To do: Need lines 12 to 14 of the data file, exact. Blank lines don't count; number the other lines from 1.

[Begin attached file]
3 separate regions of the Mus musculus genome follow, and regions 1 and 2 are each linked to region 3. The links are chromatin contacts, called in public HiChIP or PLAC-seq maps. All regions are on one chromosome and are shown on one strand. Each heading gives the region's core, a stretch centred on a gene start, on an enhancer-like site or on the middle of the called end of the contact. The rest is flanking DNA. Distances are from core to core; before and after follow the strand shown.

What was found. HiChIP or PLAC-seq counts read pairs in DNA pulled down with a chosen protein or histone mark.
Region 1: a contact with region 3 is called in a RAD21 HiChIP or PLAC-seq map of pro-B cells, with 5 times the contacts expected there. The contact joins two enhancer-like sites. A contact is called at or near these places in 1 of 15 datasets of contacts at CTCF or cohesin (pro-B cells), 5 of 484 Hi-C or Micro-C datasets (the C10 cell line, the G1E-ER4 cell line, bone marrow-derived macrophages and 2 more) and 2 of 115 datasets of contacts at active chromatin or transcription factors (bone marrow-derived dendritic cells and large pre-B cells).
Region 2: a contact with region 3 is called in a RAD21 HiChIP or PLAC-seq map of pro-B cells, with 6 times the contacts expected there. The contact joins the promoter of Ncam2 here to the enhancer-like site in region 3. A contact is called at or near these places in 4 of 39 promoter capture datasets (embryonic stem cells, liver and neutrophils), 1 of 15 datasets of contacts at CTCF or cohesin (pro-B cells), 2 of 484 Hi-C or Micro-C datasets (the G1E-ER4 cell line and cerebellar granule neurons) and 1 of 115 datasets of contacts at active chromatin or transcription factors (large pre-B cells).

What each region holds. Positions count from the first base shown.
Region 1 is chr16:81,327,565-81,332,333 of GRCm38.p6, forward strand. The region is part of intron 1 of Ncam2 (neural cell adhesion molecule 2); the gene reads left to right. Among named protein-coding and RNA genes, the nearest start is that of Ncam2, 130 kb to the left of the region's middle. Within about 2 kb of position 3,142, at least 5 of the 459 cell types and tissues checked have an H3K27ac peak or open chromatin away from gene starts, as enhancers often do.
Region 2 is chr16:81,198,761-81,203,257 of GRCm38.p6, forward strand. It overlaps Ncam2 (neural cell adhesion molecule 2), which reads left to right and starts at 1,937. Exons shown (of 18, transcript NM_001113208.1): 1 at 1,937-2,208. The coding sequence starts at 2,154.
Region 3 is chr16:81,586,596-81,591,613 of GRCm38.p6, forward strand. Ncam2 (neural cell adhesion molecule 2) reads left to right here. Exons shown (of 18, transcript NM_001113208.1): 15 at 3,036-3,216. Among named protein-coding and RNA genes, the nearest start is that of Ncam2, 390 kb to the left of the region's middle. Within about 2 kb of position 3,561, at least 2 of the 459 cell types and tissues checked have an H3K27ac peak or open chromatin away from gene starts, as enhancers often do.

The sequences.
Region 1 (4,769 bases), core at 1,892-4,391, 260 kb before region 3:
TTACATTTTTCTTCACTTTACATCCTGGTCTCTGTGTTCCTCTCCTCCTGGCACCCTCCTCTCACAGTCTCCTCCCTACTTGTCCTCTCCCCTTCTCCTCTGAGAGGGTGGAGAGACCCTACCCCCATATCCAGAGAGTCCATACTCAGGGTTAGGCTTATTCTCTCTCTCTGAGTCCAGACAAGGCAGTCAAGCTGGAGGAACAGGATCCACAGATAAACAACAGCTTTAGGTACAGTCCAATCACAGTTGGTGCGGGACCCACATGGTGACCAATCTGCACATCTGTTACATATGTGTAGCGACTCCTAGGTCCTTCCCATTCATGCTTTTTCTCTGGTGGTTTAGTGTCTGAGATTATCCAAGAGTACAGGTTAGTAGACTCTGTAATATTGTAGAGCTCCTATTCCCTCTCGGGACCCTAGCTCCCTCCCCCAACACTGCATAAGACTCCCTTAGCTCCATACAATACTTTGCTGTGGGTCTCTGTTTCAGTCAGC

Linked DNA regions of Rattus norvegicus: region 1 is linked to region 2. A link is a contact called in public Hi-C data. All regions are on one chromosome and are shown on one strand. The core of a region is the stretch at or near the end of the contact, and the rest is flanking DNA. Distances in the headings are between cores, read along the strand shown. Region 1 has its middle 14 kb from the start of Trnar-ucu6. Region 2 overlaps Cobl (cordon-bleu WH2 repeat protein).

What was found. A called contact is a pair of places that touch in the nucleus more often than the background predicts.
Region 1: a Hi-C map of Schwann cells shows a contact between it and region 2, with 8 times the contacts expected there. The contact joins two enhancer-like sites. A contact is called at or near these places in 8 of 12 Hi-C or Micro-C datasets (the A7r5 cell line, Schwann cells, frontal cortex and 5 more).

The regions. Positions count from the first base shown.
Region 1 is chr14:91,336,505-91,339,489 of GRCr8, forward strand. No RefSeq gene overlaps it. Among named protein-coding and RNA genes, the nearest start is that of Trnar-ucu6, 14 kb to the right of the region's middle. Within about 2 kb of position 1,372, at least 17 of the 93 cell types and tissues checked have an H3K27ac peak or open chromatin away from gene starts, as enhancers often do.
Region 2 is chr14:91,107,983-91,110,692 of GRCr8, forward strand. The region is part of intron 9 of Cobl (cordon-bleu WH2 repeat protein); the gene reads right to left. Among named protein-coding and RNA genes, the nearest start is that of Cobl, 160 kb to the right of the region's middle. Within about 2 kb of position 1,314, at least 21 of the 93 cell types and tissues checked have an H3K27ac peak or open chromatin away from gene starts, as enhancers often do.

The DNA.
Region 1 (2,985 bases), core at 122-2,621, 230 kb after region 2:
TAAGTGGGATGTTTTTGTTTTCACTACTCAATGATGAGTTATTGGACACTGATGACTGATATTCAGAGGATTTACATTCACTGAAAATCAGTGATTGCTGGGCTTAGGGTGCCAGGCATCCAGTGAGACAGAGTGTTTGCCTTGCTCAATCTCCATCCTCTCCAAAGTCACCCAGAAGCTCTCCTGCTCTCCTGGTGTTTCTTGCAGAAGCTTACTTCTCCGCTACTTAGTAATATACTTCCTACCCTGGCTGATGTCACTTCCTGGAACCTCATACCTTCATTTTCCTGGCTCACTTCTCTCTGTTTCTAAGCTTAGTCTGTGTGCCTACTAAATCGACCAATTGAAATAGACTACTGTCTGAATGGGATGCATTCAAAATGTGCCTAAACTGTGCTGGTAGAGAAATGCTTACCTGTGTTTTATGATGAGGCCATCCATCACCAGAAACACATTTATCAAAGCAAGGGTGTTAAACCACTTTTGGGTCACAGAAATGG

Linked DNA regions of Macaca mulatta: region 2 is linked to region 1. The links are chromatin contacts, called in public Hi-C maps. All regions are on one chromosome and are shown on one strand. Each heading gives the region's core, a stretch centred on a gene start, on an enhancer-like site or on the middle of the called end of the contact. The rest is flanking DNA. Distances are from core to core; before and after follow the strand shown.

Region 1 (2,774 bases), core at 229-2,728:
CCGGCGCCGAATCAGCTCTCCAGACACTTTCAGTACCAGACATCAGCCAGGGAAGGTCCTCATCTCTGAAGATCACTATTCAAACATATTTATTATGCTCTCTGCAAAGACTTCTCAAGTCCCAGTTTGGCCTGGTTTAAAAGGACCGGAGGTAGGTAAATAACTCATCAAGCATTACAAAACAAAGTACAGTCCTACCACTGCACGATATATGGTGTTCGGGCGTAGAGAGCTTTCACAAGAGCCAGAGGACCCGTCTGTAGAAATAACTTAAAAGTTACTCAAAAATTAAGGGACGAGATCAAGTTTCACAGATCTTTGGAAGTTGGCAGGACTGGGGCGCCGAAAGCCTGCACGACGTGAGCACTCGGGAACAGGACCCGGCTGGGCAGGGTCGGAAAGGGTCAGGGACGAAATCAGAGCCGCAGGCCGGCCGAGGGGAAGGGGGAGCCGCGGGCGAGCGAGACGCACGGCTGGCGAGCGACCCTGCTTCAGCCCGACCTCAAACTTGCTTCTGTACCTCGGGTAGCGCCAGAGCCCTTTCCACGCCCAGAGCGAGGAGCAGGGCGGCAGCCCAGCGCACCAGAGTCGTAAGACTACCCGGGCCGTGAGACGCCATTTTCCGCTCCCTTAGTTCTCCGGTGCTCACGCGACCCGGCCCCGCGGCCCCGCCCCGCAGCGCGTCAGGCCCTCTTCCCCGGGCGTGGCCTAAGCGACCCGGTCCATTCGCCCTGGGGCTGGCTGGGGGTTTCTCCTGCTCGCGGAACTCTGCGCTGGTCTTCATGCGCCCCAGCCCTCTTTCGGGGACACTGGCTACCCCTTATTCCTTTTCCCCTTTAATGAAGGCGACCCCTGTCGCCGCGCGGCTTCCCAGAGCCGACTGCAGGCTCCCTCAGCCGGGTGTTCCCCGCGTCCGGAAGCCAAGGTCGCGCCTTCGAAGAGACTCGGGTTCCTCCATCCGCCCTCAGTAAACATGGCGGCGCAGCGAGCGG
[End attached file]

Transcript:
Linked DNA regions of Rattus norvegicus: region 1 is linked to region 2. A link is a contact called in public Hi-C data. All regions are on one chromosome and are shown on one strand. The core of a region is the stretch at or near the end of the contact, and the rest is flanking DNA. Distances in the headings are between cores, read along the strand shown. Region 1 has its middle 14 kb from the start of Trnar-ucu6. Region 2 overlaps Cobl (cordon-bleu WH2 repeat protein).

What was found. A called contact is a pair of places that touch in the nucleus more often than the background predicts.
Region 1: a Hi-C map of Schwann cells shows a contact between it and region 2, with 8 times the contacts expected there. The contact joins two enhancer-like sites. A contact is called at or near these places in 8 of 12 Hi-C or Micro-C datasets (the A7r5 cell line, Schwann cells, frontal cortex and 5 more).